REDD+ is entering an exciting new phase. After years of preparation, an increasing number of countries are advancing in the implementation of REDD+ actions on the ground. One such country is Democratic Republic of the Congo, where FAO recently launched a four-year project in Equateur province with financial support from the REDD+ National Fund (Fond National REDD+ - FONAREDD).
The integrated project, called Programme Integré (PI-REDD), is carried out in collaboration with the World Wide Fund for Nature (WWF) and within the framework of the country’s REDD+ national strategy, building on support provided by the UN-REDD Programme. It aims to reduce emissions by addressing the key drivers of deforestation and forest degradation, including shifting agriculture, logging and charcoal/fuelwood production, among others. The project aims to collaborate with communities in four territories, providing support for improved resource governance, climate smart agricultural practices, agroforestry, forest tenure rights security, wood energy efficiency and the provision of family planning services. Indigenous peoples and local communities play an important role in bringing about more sustainable resource management, so their active engagement from the project outset is crucial. Obtaining the Free Prior and Informed consent of project beneficiaries is a critical first step that needs to occur before future project activities.
With 153 million hectares of forest, more than half of which is dense rainforest, Democratic Republic of the Congo holds more than half of the forests of the Congo Basin, representing nearly 10 percent of the world's tropical rainforests and 45 percent of Africa’s (FAO, FRA 2015).
The rural roads of the province are in poor condition and reaching Itipo village requires a full day of travel. The village population is divided between the Bantu people who occupy the more accessible area of the village near the main road, and the indigenous Batwa people in the interior. Villagers want to resolve recent land conflicts with a logging concession operating in the area as logging is occurring in the forests that communities claim as their own. Access to important forest products such as caterpillars has decreased significantly, and wildlife such as pangolins has become rare. Furthermore, attempts to enforce benefit-sharing agreements with the logging concessionaire have failed.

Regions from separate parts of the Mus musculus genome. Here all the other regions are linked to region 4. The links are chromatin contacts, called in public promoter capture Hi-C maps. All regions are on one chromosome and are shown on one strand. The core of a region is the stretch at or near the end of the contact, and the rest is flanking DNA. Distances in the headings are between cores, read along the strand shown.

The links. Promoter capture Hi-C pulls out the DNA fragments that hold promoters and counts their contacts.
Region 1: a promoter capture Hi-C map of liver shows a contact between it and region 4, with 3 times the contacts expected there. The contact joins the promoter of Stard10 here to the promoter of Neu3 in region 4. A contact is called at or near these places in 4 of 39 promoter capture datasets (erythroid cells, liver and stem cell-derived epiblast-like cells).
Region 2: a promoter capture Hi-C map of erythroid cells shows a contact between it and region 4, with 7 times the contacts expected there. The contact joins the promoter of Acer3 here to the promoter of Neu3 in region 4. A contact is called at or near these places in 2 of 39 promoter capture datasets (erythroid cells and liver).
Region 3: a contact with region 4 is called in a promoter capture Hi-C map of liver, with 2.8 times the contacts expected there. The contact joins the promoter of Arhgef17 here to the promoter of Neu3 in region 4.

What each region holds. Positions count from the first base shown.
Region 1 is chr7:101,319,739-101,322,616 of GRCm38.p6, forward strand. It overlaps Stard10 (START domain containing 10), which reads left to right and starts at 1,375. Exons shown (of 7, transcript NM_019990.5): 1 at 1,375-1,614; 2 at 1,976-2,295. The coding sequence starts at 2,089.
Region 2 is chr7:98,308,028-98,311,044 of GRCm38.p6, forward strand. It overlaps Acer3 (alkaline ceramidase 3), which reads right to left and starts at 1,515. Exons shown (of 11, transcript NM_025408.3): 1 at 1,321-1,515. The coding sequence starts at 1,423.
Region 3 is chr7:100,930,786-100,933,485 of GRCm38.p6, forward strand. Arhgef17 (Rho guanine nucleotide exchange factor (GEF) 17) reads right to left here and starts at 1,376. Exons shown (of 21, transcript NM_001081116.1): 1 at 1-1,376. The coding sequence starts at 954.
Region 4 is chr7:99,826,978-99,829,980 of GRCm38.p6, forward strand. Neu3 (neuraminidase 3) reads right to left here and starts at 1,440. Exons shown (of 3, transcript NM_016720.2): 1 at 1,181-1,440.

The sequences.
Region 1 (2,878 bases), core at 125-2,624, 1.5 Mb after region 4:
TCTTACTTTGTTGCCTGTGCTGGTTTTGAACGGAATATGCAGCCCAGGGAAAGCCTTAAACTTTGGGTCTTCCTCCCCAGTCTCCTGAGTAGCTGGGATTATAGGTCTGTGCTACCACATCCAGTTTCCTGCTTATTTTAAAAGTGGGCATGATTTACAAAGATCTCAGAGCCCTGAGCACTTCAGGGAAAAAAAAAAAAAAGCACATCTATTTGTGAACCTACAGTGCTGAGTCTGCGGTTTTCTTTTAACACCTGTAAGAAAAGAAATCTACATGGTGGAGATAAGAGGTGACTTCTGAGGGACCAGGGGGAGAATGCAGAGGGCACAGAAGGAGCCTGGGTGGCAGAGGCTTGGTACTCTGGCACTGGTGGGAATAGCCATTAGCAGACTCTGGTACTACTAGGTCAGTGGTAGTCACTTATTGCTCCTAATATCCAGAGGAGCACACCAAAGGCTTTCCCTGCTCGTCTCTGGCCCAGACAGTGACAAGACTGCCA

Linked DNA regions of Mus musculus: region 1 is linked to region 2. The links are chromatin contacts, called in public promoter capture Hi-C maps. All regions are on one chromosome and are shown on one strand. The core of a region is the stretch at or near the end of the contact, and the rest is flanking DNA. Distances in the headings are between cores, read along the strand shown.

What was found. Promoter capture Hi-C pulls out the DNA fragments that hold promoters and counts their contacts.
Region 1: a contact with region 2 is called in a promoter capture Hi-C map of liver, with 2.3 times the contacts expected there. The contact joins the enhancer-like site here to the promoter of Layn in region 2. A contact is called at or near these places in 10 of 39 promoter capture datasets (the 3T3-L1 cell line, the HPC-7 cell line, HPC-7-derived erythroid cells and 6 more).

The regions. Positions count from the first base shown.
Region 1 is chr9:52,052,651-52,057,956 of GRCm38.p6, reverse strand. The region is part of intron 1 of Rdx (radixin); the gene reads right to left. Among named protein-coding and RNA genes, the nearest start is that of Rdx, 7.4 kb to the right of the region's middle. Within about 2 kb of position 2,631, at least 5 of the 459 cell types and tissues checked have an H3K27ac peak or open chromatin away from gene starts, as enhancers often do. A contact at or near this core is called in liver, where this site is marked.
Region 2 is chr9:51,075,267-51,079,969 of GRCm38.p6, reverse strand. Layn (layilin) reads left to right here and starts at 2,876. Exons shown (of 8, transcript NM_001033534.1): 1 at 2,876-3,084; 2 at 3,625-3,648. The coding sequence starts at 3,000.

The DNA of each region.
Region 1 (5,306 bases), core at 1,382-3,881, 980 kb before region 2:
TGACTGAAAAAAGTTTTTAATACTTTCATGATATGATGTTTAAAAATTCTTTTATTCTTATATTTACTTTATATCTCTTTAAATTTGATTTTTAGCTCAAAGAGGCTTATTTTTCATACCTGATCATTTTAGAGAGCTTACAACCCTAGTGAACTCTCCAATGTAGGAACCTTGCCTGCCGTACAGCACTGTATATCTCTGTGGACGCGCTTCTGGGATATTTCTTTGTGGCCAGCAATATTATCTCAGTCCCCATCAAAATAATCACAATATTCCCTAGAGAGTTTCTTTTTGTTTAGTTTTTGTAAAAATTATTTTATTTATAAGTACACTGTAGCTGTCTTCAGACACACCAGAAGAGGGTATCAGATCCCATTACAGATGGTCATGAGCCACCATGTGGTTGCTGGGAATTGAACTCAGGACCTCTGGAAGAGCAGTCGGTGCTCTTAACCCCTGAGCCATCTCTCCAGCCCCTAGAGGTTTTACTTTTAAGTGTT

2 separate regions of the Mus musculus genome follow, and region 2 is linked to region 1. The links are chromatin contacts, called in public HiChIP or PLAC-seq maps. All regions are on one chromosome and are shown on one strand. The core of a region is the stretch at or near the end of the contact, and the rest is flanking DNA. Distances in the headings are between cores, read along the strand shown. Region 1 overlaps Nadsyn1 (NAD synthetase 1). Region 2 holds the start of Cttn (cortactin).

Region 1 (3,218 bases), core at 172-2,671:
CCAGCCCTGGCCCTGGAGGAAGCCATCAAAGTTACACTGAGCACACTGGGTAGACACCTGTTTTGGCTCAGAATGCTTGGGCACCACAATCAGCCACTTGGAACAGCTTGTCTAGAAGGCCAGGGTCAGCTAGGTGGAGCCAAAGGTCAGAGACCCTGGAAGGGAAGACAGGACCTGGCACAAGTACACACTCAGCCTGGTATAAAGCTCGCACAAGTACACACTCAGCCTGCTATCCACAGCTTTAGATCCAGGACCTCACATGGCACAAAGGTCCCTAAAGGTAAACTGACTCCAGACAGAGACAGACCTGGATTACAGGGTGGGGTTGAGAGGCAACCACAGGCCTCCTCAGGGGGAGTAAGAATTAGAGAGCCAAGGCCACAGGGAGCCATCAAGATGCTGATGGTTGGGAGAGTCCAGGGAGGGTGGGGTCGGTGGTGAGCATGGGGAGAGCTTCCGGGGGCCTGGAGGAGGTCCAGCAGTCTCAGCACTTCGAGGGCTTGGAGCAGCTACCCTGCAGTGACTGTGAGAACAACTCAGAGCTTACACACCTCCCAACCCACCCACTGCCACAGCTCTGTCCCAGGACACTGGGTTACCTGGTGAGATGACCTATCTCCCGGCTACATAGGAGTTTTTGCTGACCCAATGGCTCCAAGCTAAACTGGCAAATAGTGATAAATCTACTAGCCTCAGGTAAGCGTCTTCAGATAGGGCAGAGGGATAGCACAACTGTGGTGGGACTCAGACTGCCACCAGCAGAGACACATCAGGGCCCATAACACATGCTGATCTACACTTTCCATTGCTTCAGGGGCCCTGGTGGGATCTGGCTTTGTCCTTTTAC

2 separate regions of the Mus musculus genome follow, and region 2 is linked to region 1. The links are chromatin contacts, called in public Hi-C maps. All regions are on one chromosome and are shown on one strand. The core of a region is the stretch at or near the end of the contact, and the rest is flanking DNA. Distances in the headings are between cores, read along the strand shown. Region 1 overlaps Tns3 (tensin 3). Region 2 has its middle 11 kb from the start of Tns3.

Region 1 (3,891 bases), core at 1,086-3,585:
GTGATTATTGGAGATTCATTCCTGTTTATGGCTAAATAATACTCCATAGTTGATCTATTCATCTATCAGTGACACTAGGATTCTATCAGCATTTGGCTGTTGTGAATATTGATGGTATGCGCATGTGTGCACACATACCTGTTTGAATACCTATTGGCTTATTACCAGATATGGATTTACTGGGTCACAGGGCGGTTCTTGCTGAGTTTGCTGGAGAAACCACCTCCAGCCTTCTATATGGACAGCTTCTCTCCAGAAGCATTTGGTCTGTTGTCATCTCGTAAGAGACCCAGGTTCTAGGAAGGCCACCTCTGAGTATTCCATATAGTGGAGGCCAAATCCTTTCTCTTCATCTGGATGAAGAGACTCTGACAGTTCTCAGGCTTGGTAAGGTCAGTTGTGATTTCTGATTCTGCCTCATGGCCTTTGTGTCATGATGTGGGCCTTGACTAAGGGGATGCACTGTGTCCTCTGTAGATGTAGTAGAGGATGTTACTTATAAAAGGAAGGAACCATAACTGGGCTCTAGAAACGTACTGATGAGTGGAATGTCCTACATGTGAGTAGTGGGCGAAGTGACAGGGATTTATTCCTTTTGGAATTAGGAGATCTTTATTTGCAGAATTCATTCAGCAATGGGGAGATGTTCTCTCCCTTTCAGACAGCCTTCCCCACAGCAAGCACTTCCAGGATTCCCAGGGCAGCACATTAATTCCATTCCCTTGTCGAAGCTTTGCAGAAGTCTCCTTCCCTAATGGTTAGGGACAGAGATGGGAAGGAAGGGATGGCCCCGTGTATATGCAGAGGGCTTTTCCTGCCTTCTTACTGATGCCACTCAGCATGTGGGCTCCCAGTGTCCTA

On a recent trip, the project team facilitated a participatory mapping exercise to gain a better understanding of the village’s resources, assets and key challenges. Mwanza Chomba, a schoolteacher and village chief lamented the lack of follow up from a previous training session on family planning and requested supplies of contraceptives, currently unavailable in the village. Village women bear heavy burdens in terms of physical labour for farming, care for the household and children, collection of firewood and other forest products and cooking. As one woman reflected, “Customs weigh heavily on women. They become older quickly.”
To reduce the physical and mental stress and address inequalities, the project team took careful note of all of concerns. The information collected will help refine the proposed activities, should the Itipo villagers decide to engage with the project. This community has expressed a strong interest in PI-REDD, and the first steps have been taken in a participatory process to request their formal consent.
All the partners involved in the project are excited to continue to engage stakeholders and meet the needs of local communities. Such efforts will ensure the project not only contributes to the fight against climate change by reducing emissions from deforestation and forest degradation, but improves livelihoods of forest communities in the region.
The success of such integrated projects, which are currently implemented in several other provinces of Democratic Republic of the Congo, will support the country in reaching its climate change and sustainable development goals and commitments.